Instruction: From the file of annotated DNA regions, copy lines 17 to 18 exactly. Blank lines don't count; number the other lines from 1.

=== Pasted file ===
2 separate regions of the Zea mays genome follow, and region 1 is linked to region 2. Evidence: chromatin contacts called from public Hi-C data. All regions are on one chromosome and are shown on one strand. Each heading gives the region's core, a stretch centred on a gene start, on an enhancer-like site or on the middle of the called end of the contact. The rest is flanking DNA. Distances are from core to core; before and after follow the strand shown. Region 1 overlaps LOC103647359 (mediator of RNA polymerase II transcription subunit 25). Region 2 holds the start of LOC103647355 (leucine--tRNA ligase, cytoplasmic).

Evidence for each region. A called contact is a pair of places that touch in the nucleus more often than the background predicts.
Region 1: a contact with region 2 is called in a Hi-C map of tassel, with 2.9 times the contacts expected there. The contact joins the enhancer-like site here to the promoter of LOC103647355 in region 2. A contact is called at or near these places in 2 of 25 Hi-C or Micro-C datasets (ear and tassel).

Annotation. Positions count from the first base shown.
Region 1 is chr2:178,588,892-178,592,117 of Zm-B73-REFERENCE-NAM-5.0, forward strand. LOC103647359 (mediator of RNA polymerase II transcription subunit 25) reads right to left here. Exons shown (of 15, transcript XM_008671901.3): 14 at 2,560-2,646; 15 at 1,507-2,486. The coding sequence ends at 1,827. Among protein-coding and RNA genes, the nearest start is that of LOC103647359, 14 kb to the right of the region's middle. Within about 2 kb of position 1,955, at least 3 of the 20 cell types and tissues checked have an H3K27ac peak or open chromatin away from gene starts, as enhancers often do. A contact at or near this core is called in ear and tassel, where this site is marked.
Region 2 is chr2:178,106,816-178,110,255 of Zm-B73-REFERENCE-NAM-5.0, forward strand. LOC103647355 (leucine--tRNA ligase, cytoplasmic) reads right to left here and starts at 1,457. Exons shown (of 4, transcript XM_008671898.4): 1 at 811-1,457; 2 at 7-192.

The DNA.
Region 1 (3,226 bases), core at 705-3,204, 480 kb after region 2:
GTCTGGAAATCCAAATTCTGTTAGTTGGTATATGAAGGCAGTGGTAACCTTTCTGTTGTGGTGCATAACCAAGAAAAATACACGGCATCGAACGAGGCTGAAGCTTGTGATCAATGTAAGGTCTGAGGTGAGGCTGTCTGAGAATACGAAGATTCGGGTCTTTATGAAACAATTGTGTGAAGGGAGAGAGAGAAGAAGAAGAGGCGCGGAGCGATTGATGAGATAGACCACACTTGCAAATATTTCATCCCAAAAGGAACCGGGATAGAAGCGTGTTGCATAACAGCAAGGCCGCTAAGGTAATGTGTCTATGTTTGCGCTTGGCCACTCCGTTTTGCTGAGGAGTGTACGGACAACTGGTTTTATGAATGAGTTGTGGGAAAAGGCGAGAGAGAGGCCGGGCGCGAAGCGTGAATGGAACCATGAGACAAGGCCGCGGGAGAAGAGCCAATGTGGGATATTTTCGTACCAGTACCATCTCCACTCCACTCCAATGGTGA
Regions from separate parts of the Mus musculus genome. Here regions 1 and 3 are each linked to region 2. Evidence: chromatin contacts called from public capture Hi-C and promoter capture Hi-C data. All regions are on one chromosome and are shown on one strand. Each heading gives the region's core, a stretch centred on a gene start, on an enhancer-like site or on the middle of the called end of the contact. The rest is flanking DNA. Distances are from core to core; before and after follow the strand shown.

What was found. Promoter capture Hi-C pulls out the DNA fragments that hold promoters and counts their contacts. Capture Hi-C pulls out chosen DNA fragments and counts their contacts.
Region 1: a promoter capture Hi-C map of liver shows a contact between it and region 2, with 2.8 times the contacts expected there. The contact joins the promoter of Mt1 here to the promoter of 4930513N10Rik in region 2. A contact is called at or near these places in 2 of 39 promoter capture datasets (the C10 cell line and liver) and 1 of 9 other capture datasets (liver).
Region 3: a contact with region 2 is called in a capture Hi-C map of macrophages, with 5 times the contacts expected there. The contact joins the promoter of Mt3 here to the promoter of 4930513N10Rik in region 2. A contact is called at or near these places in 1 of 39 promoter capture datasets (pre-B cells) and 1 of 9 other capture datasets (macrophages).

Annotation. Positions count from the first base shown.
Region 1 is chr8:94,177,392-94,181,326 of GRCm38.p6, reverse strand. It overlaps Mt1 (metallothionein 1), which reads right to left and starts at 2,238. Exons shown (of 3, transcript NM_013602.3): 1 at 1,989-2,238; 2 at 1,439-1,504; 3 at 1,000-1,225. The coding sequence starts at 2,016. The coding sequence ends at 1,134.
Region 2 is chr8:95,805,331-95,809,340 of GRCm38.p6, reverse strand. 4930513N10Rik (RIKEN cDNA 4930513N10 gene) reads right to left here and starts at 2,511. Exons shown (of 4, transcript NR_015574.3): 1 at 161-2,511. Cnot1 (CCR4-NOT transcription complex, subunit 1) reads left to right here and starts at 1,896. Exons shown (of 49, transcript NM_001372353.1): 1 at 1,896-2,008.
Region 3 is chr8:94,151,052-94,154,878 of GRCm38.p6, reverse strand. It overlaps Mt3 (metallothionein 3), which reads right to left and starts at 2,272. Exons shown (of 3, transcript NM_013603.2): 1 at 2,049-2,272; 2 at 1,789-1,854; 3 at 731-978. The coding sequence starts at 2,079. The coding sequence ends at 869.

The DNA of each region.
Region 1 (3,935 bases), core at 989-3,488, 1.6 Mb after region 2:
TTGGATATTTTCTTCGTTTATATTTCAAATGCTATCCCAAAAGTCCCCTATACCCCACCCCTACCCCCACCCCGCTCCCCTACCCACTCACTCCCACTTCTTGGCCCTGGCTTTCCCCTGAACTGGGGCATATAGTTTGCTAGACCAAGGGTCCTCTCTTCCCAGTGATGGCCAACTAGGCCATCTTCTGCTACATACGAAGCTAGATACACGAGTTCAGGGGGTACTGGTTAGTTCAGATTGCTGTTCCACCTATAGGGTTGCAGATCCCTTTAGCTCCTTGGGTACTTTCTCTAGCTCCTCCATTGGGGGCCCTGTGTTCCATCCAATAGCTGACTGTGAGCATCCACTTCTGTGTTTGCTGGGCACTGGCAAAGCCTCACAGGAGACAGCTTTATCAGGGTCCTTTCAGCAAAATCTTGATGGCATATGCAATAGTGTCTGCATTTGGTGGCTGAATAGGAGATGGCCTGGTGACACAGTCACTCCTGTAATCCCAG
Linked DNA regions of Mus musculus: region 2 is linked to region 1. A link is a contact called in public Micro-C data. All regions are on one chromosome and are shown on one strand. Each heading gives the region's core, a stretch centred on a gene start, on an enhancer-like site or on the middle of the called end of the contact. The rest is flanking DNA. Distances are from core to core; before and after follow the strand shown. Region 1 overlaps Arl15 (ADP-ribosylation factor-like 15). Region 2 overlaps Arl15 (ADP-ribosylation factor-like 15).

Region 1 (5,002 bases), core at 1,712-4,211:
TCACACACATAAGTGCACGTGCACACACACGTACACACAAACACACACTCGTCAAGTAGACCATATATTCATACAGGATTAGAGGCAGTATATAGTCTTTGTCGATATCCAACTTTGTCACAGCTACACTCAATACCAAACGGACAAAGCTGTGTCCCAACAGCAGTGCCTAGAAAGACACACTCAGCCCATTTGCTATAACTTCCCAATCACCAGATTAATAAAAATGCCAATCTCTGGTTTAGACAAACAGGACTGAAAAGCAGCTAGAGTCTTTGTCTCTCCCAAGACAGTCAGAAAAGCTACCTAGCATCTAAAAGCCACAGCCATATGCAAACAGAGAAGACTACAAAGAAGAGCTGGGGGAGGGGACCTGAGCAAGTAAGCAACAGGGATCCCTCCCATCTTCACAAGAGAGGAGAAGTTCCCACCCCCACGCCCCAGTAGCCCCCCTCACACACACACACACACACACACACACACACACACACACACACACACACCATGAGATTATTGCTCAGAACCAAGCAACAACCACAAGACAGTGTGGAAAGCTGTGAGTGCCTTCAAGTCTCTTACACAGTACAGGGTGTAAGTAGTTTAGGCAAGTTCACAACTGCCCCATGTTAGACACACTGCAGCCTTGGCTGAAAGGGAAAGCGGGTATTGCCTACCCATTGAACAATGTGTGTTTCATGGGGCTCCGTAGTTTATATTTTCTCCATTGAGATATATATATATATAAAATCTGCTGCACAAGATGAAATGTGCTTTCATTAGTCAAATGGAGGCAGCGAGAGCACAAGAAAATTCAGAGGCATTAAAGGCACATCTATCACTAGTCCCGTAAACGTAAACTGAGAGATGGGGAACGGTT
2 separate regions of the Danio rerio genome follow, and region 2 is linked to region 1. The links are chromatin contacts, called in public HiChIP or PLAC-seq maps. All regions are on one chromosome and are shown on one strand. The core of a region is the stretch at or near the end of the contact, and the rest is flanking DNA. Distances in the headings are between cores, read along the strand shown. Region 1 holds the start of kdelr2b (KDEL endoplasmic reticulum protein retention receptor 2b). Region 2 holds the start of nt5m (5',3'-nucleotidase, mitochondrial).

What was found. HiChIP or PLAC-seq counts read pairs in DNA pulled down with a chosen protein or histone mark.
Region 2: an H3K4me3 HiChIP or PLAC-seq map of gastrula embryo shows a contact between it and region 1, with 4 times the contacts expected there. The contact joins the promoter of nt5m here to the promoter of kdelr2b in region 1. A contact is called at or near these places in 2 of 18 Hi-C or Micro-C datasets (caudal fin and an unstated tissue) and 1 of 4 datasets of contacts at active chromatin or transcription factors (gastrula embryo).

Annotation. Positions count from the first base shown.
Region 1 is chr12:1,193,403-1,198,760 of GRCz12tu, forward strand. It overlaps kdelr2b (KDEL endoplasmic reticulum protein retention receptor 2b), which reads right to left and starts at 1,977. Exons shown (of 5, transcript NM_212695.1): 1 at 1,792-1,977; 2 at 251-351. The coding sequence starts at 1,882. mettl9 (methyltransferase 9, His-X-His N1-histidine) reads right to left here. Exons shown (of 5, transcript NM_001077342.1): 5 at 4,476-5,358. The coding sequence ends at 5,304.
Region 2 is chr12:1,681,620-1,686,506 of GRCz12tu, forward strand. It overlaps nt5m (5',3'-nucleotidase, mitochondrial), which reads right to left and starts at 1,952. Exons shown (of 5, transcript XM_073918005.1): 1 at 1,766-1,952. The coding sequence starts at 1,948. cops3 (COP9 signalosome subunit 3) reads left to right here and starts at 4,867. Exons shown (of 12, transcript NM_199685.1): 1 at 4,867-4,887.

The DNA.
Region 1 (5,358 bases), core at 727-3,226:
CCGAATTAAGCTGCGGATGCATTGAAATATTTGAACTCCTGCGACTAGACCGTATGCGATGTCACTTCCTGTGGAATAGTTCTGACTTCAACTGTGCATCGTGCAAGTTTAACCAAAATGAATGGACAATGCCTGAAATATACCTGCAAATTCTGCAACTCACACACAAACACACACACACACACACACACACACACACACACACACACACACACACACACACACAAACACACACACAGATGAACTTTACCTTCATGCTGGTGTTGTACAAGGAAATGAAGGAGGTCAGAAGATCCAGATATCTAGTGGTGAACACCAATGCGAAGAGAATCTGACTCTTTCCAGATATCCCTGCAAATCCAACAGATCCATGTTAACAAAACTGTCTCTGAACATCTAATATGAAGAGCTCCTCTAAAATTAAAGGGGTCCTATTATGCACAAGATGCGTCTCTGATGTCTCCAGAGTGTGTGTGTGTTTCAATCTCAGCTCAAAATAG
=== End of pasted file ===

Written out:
Region 3 is chr8:94,151,052-94,154,878 of GRCm38.p6, reverse strand. It overlaps Mt3 (metallothionein 3), which reads right to left and starts at 2,272. Exons shown (of 3, transcript NM_013603.2): 1 at 2,049-2,272; 2 at 1,789-1,854; 3 at 731-978. The coding sequence starts at 2,079. The coding sequence ends at 869.

The DNA of each region.